Trendspotting #x

l OLD LADS SPURN MAGS

Just supposing that "new lads" actually grow up - and it is starting to look unlikely that they ever will - what are they to read? The latest research shows that the oldest average age of the readers of men's magazines is 28, and that is just for the readers of Esquire and Maxim. Loaded's readers are just 24, according to the market research company Euromonitor. Maxim had hoped to deliver up thirtysomethings to advertisers for the first time, but it looks like they are just too mature for all the T&A editorial. The rapid growth in the men's glossy market means that publishers will take around pounds 80m in cover price revenues this year, compared with pounds 44m last year. As around 70 per cent of the readers are ABC1s, money from advertising almost certainly outstrips that figure.

l DELUGE IS SWELL NEWS

The fact that Scotland seems to have exported its summer to the rest of the United Kingdom is good news not just for gardeners, water companies and farmers. It is for television companies too. Hot weather is a disaster for them because viewers are outside. For the past four years June has cost advertisers around 15 per cent more to be seen by the same number of people as other months. Last June was especially hot and costs for advertisers increased by 26 per cent. The situation is not helped by the rush of car advertisers, fixed on that crucial day, 1 August.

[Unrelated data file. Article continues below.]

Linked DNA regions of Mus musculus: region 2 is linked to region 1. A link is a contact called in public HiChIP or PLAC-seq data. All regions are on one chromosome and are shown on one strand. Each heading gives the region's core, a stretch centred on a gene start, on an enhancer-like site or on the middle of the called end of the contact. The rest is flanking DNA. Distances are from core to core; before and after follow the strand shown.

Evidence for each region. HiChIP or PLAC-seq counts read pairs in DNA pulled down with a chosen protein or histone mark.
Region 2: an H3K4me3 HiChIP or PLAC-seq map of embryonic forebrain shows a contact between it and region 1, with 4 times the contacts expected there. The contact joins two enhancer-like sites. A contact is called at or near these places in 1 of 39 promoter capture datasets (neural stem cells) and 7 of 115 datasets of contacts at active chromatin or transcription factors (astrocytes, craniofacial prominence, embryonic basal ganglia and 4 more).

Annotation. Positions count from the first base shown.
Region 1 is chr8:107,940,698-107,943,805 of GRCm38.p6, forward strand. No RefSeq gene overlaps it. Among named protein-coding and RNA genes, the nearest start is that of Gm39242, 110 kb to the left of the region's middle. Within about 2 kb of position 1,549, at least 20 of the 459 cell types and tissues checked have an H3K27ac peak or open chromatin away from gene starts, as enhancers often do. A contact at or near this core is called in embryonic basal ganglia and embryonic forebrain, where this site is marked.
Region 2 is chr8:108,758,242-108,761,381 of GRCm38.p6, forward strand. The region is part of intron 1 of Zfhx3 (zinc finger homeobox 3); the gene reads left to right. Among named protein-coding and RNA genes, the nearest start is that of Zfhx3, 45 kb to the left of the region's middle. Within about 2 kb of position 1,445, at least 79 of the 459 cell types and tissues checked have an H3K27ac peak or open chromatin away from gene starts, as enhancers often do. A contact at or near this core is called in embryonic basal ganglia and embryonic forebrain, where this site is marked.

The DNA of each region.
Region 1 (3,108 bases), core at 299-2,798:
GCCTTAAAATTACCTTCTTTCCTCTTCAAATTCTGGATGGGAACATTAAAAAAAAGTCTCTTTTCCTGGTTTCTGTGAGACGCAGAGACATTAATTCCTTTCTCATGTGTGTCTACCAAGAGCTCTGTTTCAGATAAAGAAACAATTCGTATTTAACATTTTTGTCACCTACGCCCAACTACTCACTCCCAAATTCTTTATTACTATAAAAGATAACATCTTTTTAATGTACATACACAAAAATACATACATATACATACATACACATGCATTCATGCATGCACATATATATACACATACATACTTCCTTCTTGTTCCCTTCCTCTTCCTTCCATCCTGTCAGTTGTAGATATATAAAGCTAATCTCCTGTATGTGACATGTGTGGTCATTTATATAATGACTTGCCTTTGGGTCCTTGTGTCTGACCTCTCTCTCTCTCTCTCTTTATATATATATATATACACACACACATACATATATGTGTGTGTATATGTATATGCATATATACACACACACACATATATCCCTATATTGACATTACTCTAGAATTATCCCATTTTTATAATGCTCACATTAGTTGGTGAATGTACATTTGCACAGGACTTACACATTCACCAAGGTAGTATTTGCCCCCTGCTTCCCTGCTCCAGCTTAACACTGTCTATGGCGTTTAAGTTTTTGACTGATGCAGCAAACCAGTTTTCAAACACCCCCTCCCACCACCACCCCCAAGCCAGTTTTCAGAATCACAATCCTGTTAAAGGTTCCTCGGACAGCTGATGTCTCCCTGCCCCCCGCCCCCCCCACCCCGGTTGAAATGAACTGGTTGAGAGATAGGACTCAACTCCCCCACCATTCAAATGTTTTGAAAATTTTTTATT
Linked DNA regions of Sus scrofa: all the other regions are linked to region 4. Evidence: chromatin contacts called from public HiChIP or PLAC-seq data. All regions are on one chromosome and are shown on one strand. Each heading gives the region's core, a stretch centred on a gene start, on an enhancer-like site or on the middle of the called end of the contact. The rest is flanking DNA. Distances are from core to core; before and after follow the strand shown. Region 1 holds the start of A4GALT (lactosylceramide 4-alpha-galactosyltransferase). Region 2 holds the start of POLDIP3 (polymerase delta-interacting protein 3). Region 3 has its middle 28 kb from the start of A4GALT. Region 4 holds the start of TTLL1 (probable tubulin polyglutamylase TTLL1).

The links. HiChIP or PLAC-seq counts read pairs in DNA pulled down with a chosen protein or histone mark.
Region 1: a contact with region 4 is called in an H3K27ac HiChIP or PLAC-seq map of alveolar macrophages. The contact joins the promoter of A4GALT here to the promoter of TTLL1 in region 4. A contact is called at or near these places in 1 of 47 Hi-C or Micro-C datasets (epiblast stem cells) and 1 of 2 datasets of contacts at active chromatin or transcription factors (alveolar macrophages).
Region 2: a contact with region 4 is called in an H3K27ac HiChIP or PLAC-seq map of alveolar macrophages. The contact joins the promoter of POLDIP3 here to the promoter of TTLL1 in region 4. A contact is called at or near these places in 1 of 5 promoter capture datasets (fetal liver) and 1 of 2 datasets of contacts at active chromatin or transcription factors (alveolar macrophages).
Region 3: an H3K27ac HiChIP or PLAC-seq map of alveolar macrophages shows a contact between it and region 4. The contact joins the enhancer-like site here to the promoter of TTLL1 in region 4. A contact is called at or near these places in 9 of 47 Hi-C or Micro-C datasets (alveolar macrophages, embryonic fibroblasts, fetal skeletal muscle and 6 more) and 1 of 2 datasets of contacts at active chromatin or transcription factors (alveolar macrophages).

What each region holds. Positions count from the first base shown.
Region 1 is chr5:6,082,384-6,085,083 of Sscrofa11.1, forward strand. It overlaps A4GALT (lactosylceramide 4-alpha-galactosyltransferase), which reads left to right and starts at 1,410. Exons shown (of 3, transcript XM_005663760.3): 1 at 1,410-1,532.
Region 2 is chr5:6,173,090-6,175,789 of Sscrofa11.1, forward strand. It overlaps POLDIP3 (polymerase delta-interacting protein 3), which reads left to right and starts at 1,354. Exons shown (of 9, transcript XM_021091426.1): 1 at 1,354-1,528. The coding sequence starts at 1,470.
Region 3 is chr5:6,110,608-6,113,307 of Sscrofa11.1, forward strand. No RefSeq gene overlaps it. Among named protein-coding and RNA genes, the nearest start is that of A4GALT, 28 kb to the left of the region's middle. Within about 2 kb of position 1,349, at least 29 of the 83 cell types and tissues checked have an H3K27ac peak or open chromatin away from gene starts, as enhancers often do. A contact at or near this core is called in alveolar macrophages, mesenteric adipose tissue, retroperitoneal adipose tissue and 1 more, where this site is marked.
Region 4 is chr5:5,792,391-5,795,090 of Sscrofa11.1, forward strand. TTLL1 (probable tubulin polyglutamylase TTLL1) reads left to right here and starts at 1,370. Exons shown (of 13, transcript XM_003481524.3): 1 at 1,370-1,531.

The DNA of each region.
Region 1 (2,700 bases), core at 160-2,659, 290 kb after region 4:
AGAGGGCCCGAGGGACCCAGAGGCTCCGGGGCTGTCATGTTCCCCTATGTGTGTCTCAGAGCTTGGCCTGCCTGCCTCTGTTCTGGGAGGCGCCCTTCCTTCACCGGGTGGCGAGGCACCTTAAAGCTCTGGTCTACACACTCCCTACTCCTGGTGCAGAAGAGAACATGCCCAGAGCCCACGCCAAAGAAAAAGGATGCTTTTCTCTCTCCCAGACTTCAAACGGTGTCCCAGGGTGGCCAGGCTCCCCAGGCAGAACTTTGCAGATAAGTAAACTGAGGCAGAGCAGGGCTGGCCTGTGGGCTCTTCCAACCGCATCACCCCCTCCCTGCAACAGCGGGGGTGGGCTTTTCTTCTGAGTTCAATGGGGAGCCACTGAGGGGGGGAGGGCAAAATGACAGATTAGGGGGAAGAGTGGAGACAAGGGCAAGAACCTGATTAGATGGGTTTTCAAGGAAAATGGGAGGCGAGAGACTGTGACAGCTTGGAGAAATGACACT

l BUMPER TO BUMPER

Marketing magazine lists five car makes or themes in the top 10 TV advertisers in June: Volkswagen Polo, Audi 6, Peugeot 106, Fiat Punto and Ford UK's 21st Birthday celebrations.

l SEX BEATS VIOLENCE

The Broadcasting Standards Commission's latest report shows that among those complaints it upheld, five were about sex and five were about violence. What are we to think of the people whose complaints are not upheld? Every month dozens of batty complaints are made that are ignored. While the number of upheld complaints about violence matched those about sex, among the batty the complaints about sex outnumbered those about violence 31 to 12. Among the complainants are regulars who believe homosexuality should not be mentioned on TV. Strange what worries some people.

l LITTLE GOES THROUGH THE NET

Internet advertising was worth pounds 2m last year, according to the accountants KPMG. Retail sales made direct off the Internet made another pounds 1m, Marketing Week said. Considering that the national and local press made pounds 3.6bn in advertising last year, dead trees are still some way ahead of virtual media.

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